Social Media Privacy: More Than Meets The Eye

8 Tips to Keep Social Media Information Private

For people concerned about their privacy, social media is challenging. By its nature, social media encourages broader engagement and sharing that translates to looser control over our private information and interactions.

As social media platforms continue to proliferate, we increasingly use them to engage, communicate and maintain relationships with family, friends and colleagues, as well as to gather information and help for a wide variety of needs. Therefore, think through your social media engagement approach.

Increasing your control over your social media privacy requires education and awareness about the permissions you give, because social media leaves a permanent record of your interactions. Here are eight points to help you keep your social media profiles private.

  1. Manually adjust privacy settings for each social media platform separately. There’s a tradeoff between privacy and social media interaction. Allowing a social media platform to access your account can compromise your data, friends list, addresses and other information. Be careful about granting permissions to apps whether packaged as games or useful tools.
  2. Use strong passwords for social media accounts and change them regularly.  Employ a combination of letters, numbers and symbols. Avoid obvious passwords such as your family’s names, birthday dates and social security numbers. Don’t use dictionary words! Use a separate password for each account rather than a global one. These recommendations may create more complexity and make password tracking difficult so use some common sense. As I learned working for a major financial institution, if you make passwords too complex, people will keep them in unsecured locations, like a postit on their computer screen or desk.
  3. Set up separate email addresses for business and personal use. Create a separate Gmail or other account for your personal use to keep your personal communications distinct from your business exchanges, even if you’ve got a small business. Regardless of your organization’s guidelines, don’t use your business email for your personal social media interactions.
  4. Log off of social media platforms and lock your electronic devices when you’re not using them. While it seems like an extra step, it keeps prying eyes away from your information. Have a password on your portable devices so that a stranger can’t scan through your content if you walk away.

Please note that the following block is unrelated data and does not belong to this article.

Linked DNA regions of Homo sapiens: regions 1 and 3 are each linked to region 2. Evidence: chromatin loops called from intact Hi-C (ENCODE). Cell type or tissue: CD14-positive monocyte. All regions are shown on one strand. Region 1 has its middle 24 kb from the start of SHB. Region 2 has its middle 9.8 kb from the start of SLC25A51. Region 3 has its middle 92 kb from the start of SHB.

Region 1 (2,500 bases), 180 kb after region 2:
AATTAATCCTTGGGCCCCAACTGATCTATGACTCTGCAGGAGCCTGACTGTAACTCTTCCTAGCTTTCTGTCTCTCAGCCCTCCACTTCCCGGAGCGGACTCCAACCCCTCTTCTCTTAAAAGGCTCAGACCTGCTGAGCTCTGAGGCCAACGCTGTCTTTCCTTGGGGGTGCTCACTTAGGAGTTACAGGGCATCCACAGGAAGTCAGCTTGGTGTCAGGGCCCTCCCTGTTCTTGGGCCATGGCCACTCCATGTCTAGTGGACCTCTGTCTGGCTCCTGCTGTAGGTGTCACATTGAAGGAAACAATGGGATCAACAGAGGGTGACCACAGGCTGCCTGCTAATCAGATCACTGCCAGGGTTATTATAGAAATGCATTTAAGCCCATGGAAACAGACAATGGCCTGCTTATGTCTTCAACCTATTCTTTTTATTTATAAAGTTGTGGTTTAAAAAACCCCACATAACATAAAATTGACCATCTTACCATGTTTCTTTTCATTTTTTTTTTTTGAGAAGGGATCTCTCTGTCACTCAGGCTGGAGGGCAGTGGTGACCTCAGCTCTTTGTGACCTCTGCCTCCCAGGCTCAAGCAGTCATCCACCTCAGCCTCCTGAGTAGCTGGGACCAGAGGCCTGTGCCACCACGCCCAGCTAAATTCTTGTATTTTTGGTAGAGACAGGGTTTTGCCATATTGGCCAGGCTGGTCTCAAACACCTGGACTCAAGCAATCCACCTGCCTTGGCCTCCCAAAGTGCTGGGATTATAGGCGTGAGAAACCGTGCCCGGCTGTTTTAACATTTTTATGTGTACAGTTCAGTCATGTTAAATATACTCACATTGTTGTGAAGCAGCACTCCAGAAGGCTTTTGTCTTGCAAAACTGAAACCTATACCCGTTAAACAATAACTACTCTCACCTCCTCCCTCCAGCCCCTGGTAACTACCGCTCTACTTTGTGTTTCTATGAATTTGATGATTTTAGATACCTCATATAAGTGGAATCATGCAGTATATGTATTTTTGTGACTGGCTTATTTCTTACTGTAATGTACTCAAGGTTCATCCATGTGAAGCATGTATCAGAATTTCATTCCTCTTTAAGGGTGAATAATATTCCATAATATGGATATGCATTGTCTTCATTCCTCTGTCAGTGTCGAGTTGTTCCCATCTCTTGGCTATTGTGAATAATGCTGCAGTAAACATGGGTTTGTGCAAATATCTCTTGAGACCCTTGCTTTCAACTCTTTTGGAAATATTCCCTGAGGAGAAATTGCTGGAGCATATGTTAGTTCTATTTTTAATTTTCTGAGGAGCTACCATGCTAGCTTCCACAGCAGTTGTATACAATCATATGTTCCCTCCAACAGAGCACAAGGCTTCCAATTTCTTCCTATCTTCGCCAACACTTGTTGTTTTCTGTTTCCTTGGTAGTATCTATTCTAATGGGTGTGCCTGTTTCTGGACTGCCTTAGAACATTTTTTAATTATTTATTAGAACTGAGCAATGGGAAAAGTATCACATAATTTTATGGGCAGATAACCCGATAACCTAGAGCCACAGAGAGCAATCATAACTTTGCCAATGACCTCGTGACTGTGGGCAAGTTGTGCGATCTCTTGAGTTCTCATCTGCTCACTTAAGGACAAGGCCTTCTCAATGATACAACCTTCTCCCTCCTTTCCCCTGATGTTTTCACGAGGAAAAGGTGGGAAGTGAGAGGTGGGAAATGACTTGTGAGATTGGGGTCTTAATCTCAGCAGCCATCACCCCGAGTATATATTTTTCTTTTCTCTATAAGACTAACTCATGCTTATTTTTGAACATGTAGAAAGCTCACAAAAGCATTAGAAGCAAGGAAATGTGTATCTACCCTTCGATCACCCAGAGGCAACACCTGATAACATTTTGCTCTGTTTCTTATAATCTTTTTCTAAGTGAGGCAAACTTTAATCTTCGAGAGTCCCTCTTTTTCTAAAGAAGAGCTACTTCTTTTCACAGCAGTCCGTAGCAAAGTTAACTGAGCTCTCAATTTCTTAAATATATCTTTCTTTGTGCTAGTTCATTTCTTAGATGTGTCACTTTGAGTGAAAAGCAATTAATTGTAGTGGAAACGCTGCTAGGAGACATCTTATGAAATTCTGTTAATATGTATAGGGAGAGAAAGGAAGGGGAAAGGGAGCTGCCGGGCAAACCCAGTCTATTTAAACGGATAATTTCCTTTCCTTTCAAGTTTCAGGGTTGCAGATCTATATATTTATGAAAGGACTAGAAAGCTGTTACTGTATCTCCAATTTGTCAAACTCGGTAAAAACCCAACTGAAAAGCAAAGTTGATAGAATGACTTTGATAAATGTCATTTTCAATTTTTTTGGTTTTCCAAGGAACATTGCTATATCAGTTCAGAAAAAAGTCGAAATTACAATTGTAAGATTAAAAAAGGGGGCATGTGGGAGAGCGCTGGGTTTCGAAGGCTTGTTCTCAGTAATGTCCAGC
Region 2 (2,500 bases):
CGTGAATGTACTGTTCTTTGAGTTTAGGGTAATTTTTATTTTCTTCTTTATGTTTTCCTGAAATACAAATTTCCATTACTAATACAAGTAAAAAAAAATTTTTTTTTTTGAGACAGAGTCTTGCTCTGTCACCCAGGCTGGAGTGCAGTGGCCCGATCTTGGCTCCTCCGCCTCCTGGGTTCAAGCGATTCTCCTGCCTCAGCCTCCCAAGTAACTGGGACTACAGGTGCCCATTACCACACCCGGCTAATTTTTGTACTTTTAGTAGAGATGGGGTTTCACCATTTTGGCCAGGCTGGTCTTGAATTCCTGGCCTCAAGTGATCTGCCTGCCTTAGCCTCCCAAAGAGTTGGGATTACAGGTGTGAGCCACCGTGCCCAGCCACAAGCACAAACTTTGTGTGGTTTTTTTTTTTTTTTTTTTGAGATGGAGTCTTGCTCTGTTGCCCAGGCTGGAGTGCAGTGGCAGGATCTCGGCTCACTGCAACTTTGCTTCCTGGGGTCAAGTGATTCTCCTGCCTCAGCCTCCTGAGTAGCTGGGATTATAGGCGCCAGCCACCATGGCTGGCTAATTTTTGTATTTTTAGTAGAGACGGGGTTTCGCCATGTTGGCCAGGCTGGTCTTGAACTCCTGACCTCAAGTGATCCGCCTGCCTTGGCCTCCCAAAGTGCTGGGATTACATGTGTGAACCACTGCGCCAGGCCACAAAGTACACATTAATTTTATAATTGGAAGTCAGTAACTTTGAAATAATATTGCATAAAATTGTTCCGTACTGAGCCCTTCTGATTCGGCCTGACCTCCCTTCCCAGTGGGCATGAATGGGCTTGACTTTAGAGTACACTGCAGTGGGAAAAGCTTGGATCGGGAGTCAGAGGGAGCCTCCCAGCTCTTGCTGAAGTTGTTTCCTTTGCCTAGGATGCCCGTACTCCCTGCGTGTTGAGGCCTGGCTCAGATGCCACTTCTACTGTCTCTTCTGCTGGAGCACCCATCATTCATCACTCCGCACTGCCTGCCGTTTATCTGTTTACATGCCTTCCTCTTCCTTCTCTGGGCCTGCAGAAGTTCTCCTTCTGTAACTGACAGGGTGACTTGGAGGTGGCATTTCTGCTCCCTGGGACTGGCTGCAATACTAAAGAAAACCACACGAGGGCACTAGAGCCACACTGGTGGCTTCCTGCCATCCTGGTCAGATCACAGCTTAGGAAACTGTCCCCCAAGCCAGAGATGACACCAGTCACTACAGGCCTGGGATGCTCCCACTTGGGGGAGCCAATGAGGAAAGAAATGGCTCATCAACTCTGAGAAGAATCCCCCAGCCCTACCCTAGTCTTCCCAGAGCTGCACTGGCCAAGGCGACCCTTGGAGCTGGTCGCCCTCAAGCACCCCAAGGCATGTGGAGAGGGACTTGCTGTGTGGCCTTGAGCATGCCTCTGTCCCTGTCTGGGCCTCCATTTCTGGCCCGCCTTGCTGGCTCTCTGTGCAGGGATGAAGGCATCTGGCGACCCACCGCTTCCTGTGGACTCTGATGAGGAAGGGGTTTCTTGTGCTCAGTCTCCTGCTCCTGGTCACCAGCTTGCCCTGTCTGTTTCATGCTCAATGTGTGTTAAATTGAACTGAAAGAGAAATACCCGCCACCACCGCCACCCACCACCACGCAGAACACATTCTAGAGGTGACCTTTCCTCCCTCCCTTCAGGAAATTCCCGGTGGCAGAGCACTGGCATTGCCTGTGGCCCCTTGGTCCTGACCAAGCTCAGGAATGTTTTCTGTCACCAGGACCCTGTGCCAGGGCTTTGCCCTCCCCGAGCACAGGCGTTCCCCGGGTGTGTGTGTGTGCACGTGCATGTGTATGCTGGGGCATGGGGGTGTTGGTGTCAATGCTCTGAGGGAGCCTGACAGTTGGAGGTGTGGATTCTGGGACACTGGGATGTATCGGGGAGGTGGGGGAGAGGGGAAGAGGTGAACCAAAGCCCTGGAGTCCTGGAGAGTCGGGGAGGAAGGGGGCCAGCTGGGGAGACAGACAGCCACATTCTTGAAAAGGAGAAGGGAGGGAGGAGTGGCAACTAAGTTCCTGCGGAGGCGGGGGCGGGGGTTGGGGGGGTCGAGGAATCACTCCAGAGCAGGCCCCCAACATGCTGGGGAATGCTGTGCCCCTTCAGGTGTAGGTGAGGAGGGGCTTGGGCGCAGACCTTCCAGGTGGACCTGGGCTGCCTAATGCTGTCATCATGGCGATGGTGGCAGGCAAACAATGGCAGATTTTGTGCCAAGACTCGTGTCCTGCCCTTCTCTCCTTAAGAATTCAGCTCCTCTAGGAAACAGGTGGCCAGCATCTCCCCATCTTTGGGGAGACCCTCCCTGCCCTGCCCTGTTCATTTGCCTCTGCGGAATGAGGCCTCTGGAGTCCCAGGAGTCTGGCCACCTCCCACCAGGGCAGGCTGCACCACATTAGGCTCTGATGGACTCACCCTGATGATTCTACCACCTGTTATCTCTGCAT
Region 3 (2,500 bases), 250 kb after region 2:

5. Assume anything posted on a social media platform can go public regardless of your privacy settings. The reality is that you never know when privacy policy changes will occur, especially if one of the platforms you use is Facebook. Despite the best intentions of everyone involved, your information and content can become very public.
  6. Consider what your mother, partner, kids or current/future employer would think if they saw your content. My mother’s saying about sweets, a moment on the lips, a lifetime on the hips, holds true for social media – the Internet never forgets.
  7. Don’t just collect contacts on social media platforms. It’s a good idea to know the people behind the social media invitations you accept.
  8. Be careful when checking-in on location-based services and social media. Check-ins advertise where you are and where you’re not. If you’re using a social media network to connect with someone at a conference or other live situation, review your settings after the event.

While it’s important to be careful about your social media privacy, it’s impossible to keep all of your information under your control. Someone who’s motivated will find a way to get access to information you don’t want made public. This is especially true since it’s not just about what you post, but what others share as well.

Are there any additional secrets you have for protecting your privacy on social media platforms? If so, please share them below.

Happy marketing,
Heidi Cohen

Tip of my hat to my friend Peter Shankman who inspired this column with his blog post, One Bit of Stupidity.

Disclaimer: While I’ve had one of my social media accounts hacked, I’m not a privacy or security expert.

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